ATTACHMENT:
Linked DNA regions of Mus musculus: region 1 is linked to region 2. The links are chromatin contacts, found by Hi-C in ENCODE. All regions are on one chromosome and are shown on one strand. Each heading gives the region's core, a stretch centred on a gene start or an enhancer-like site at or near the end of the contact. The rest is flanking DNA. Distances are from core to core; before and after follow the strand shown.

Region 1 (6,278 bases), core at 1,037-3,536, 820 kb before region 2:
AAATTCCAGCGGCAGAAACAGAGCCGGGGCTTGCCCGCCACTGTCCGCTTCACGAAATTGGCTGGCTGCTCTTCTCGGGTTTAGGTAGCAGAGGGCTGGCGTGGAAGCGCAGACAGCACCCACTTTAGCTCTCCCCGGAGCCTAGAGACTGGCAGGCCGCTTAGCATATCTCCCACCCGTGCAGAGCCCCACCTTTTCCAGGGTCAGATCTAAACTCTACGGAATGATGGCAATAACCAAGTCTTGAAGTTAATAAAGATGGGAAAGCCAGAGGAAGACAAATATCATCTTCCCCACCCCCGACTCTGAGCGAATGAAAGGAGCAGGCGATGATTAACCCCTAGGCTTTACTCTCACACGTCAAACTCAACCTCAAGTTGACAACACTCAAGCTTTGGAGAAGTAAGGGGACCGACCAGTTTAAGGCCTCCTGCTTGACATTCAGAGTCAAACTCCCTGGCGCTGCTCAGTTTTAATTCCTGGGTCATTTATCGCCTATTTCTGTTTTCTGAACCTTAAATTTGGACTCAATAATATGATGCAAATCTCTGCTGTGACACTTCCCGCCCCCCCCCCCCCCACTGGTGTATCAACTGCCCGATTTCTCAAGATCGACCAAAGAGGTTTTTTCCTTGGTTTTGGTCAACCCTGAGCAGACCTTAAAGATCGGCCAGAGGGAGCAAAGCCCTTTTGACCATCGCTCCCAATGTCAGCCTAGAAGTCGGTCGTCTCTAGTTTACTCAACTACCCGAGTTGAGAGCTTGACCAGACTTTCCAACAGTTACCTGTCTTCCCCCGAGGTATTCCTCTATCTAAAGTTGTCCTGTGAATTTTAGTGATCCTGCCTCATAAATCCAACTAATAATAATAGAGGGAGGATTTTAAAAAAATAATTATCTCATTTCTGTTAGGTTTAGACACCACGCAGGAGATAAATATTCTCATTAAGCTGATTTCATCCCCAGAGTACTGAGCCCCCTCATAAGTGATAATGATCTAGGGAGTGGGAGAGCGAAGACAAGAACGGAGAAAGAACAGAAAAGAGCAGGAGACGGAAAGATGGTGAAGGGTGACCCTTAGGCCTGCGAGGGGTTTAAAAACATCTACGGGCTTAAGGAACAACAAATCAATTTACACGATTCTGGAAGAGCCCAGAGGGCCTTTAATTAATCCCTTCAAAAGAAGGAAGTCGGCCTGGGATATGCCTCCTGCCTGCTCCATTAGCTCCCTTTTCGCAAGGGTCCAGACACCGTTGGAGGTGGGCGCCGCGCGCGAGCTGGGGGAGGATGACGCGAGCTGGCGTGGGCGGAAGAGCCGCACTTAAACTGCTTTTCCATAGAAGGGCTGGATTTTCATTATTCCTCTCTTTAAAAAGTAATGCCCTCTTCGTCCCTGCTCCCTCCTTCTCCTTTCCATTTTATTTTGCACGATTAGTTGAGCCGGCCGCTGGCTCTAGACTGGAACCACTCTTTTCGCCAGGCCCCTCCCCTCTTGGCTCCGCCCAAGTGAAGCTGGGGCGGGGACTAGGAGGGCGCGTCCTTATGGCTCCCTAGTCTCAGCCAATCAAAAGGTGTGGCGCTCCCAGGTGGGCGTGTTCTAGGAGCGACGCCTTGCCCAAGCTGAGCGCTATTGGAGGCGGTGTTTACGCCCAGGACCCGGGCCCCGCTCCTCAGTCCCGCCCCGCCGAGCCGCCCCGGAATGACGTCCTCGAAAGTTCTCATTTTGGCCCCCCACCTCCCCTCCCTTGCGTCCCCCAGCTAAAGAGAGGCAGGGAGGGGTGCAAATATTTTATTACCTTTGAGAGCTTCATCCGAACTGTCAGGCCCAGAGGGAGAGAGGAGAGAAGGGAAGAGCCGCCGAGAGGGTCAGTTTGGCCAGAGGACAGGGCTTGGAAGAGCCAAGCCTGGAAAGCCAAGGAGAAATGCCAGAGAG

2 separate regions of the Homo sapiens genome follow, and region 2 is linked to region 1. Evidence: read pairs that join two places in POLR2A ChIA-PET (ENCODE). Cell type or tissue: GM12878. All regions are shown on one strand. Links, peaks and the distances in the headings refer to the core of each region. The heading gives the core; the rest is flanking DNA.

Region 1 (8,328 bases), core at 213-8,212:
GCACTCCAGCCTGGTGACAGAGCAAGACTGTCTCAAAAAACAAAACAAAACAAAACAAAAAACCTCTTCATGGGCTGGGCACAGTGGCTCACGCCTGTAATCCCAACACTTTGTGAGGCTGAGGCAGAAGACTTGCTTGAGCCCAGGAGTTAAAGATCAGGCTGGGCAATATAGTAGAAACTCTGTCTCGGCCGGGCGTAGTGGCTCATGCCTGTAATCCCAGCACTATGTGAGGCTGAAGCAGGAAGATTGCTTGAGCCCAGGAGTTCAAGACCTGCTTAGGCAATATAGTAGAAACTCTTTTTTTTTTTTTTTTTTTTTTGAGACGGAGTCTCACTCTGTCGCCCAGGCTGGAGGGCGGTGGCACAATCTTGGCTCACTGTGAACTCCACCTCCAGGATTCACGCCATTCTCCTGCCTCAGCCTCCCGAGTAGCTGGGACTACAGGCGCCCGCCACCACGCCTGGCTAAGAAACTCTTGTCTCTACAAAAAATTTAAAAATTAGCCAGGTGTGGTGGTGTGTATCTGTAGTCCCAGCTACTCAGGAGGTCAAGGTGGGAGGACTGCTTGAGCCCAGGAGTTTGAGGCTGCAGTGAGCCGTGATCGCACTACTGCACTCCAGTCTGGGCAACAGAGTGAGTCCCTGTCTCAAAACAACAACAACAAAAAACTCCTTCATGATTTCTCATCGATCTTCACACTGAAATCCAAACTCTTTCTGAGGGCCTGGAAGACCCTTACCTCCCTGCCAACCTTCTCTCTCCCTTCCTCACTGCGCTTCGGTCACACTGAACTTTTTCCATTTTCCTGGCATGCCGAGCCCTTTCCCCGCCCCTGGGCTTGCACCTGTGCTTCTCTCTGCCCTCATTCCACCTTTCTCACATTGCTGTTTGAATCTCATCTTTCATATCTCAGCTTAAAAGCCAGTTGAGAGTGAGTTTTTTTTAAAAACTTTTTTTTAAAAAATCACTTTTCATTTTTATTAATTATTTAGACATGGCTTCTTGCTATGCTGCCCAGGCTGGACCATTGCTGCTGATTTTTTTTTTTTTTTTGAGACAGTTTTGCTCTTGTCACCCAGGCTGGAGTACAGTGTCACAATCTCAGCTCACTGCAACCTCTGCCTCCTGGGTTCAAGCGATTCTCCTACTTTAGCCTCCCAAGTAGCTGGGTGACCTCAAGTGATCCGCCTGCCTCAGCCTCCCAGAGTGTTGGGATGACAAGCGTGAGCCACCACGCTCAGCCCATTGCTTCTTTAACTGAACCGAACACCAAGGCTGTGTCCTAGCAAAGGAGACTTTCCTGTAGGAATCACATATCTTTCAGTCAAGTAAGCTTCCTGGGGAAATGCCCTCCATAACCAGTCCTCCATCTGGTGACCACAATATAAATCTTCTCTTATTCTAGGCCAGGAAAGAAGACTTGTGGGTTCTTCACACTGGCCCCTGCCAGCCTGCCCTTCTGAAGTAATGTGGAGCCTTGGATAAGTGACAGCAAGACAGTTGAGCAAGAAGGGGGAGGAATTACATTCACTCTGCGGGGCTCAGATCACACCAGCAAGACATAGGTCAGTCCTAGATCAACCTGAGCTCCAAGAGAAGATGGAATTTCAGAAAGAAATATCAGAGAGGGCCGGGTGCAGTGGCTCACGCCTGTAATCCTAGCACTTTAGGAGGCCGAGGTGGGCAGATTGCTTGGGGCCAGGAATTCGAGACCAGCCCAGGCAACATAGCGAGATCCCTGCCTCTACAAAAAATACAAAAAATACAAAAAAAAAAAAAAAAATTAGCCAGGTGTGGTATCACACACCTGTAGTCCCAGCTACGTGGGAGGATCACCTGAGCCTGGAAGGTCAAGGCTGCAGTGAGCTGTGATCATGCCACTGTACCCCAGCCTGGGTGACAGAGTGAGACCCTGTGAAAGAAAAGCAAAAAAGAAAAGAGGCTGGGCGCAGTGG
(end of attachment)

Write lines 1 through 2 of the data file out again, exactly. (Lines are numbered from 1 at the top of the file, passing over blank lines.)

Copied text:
Linked DNA regions of Mus musculus: region 1 is linked to region 2. The links are chromatin contacts, found by Hi-C in ENCODE. All regions are on one chromosome and are shown on one strand. Each heading gives the region's core, a stretch centred on a gene start or an enhancer-like site at or near the end of the contact. The rest is flanking DNA. Distances are from core to core; before and after follow the strand shown.

Region 1 (6,278 bases), core at 1,037-3,536, 820 kb before region 2: